Well, I am right, in so far as what I said is measurable facts.

But, you are right that an actual solution is difficult.  Sure, I have added insulation in my home.  But, I still like to live in comfort.  I live in Houston and use A/C.  When I bought my A/C unit 13 years ago, the efficiency rating of 13 was good, but, not that high by today's standards.

So, yes, I am part of the problem and I don't have a real solution.

I for one am NOT opposed to nuclear power. It has issues, no doubt.  And it has a carbon footprint due to construction and maintenance.  But, next generation units, including thorium, could potentially improve efficiency and decrease carbon footprint. So, I am not fundamentally opposed to nuclear.

But, still not a complete solution.  I agree with you there.

 

 

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November 26, 2013 4:42:50 PM from Sins of a Solar Empire Forums Sins of a Solar Empire Forums

Quoting caseagainstfaith,
Well, I am right, in so far as what I said is measurable facts.

Denialists like to prove their point with saying all the data from the world is faked by the governments, because it is the interest of governments (and I still have no idea why they say this that it is in their interest to do so...).

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November 26, 2013 4:55:14 PM from JoeUser Forums JoeUser Forums

Quoting Ekko_Tek,
They are saying there is massive amount of evidence supporting AGW - thus the international scientific consensus.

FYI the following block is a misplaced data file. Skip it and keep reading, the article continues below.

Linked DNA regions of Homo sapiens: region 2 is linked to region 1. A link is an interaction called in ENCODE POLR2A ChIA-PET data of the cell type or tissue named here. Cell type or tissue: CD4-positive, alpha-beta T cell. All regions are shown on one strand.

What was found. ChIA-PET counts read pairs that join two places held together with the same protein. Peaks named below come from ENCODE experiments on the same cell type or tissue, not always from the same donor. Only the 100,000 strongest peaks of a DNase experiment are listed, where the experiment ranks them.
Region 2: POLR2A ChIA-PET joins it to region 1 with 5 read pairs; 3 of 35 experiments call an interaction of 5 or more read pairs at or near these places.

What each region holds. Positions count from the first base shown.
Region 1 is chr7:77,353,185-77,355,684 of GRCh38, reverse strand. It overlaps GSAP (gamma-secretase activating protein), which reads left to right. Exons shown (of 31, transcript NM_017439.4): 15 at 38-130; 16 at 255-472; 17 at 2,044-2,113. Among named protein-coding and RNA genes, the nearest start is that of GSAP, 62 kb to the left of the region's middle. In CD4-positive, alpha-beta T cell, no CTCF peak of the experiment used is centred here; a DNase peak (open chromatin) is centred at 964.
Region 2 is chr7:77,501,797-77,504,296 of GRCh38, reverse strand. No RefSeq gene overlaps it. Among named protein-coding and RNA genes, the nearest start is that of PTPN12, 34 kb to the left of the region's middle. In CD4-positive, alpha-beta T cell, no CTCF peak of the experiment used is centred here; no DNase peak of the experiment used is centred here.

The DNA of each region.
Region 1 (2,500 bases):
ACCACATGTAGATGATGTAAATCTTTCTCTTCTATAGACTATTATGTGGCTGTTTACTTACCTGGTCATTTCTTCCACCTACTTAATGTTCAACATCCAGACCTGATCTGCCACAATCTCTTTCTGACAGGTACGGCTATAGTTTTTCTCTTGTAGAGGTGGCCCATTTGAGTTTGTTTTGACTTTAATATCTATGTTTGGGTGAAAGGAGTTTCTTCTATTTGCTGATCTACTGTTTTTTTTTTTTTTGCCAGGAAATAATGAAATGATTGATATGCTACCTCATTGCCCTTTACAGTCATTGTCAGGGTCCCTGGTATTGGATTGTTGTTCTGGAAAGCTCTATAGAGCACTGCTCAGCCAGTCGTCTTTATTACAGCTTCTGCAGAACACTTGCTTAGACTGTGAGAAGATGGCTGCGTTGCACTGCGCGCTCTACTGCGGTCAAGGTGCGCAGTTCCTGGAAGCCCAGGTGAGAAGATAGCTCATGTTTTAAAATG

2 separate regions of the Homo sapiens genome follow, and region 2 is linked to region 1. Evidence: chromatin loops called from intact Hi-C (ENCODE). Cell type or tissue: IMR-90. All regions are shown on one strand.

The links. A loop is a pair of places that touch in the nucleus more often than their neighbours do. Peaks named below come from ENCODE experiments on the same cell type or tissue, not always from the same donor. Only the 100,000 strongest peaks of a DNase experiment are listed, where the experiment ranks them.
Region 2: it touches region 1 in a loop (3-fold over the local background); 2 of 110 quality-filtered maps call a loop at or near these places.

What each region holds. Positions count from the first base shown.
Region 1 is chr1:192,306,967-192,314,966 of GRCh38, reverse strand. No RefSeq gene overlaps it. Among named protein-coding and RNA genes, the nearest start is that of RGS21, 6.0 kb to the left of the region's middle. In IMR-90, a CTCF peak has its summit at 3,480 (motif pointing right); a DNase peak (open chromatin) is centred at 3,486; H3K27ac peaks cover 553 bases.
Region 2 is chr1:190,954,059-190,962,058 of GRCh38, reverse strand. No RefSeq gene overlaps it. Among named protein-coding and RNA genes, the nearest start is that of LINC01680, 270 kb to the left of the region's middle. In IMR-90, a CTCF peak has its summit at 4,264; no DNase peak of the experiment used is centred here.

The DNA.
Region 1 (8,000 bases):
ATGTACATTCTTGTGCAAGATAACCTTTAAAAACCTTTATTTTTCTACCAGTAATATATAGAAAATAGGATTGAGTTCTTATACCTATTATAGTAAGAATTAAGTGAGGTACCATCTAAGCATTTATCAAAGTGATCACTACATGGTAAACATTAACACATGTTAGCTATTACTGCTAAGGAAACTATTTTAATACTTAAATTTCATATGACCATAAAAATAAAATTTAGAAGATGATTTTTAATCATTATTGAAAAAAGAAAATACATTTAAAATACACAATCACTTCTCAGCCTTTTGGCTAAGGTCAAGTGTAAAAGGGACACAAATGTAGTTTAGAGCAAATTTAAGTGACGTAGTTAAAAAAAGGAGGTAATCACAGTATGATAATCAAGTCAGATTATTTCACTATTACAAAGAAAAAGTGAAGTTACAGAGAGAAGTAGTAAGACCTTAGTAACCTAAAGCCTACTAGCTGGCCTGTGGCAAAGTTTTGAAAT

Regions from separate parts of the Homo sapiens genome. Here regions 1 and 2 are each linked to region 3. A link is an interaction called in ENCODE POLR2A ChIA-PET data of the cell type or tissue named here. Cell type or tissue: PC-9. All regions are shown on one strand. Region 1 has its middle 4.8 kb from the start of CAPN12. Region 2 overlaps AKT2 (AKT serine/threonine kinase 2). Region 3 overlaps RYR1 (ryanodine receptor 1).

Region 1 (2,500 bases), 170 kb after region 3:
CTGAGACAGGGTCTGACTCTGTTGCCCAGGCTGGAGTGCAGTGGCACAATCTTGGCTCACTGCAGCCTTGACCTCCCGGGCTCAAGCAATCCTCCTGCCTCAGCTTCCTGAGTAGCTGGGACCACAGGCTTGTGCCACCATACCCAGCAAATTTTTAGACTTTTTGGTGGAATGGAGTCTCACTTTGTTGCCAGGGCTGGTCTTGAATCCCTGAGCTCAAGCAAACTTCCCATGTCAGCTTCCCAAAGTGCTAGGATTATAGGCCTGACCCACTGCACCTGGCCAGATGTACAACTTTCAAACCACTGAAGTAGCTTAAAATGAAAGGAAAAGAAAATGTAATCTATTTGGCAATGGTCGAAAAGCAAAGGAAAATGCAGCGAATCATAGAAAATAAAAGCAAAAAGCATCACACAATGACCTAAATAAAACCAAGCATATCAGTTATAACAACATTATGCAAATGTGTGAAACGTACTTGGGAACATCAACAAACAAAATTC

A 'massive amount of evidence' which has failed to account for or explain reality can be as massive as it wants.  Furthermore, whether one accepts or is skeptical of that 'massive amount of evidence' it has more to do with choosing who gets to piss in the AGW ocean than 'science'.  Lots of charlatans, a la Al Whore, lining up for a shot at aiming their cocks at the beach.  For a tidy sum of course, paid by us unwashed denialists, whether we like it or not.

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November 26, 2013 4:59:08 PM from JoeUser Forums JoeUser Forums

Quoting Turchany,
Denialists like to prove their point with saying all the data from the world is faked by the governments

And AGW Evangelists like to prove their point by just making shit up.  Such as the quoted statement.

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November 26, 2013 5:10:22 PM from Sins of a Solar Empire Forums Sins of a Solar Empire Forums

Quoting Daiwa,
And AGW Evangelists like to prove their point by just making shit up. Such as the quoted statement.

So you are not thinking the data has been altered in favour of Global warming by the governments? Someone here likes to say this.. I forgot who.